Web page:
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Our View: The halloumi PDO saga is now verging on the absurd

agricultural research institute cows
File photo

Will there ever be an end to the halloumi PDO (protected designation of origin) saga or will the irrationality of the last few years continue? It seems set to run because the powerful cattle breeders in cooperation with the leading dairy producers, are determined to defend their business interests, regardless of the embarrassment they are causing the country.

In the latest twist to the saga, the General Court of the EU rejected the recourse seeking the removal of the PDO status of halloumi by a group of Cyprus dairy businesses. The recourse, which was against the European Commission that had issued an executive regulation in 2021 regarding the halloumi PDO, was rejected in its entirety by the court. None of the dairy producers’ arguments were accepted, the court making it clear that the Commission’s only concern, when ratifying a PDO, being that it satisfies the requirements of EU law.

Cyprus has made history with the halloumi PDO for all the wrong reasons. It is the first EU member-state whose own citizens have been opposing a PDO aimed at protecting its national cheese. More bizarrely, the people that filed a recourse against the PDO are the cheese producers that the PDO is meant to protect. Of course, they claim that the PDO will destroy them as the milk content set out in the specs, would change the taste of halloumi which would adversely affect sales abroad.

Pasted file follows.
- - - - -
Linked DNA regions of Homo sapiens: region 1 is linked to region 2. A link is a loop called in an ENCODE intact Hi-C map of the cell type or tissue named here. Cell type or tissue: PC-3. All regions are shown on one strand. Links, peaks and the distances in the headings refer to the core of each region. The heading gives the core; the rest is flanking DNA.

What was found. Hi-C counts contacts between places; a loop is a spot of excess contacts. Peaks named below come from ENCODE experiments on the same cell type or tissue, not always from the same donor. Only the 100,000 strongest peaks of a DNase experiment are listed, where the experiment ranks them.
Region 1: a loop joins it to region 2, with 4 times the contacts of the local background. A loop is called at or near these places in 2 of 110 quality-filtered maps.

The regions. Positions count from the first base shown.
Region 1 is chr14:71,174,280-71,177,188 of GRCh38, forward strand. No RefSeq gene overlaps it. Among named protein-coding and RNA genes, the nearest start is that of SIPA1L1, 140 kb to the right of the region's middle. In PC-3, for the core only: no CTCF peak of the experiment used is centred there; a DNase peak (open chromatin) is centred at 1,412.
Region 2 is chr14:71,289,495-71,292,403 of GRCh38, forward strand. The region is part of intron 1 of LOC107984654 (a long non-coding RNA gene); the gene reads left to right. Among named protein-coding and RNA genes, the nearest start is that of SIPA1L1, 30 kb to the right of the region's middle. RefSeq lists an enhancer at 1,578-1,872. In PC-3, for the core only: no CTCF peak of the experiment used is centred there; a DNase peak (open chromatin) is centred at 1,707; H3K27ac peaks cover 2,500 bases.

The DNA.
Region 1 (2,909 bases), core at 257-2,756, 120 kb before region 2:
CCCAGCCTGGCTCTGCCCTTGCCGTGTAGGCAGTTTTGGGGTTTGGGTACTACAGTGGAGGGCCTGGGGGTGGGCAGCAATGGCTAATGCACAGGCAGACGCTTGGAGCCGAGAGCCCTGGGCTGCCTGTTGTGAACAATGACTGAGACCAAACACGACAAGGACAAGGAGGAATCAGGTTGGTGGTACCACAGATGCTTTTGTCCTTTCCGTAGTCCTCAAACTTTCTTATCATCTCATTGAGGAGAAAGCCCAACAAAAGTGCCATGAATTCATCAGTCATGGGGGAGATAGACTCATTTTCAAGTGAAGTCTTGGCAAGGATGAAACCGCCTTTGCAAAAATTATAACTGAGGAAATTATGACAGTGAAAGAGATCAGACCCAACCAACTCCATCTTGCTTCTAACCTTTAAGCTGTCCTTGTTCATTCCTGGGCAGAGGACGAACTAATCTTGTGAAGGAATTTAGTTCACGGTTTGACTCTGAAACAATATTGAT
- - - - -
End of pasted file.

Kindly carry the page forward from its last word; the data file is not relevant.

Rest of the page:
The biggest opponents of the PDO however are the cattle farmers, who fear the lower cow milk content in halloumi would drastically reduce their profitability. At present, there is a minimum 10 per cent goat’s and sheep’s milk in the cheese which was meant to rise to 25 per cent this month, after an agreement brokered by the government in July 2022 but has been delayed by threats issued by cheese producers. In July, the content of cow’s milk must be just below 50 per cent, but cattle farmers are fighting this and to appease them the government has applied to the Commission for a five-year transition period.

In other words, the government that applied for a PDO is asking that there is no compliance with the specs of the PDO file it had itself set. This is the level of absurdity we have reached, because cattle farmers are a wealthy and powerful interest group. There will now be another meeting at the presidential palace with the stakeholders to discuss what to do next, as if there is room for compromise. There is none, and the president should make this clear, because the ludicrous request for a transition period, could be rejected.

The Commission might not want to make a mockery of the EU principle of PDO as the Cyprus governments have consistently done in order to protect the earnings of cattle farmers.

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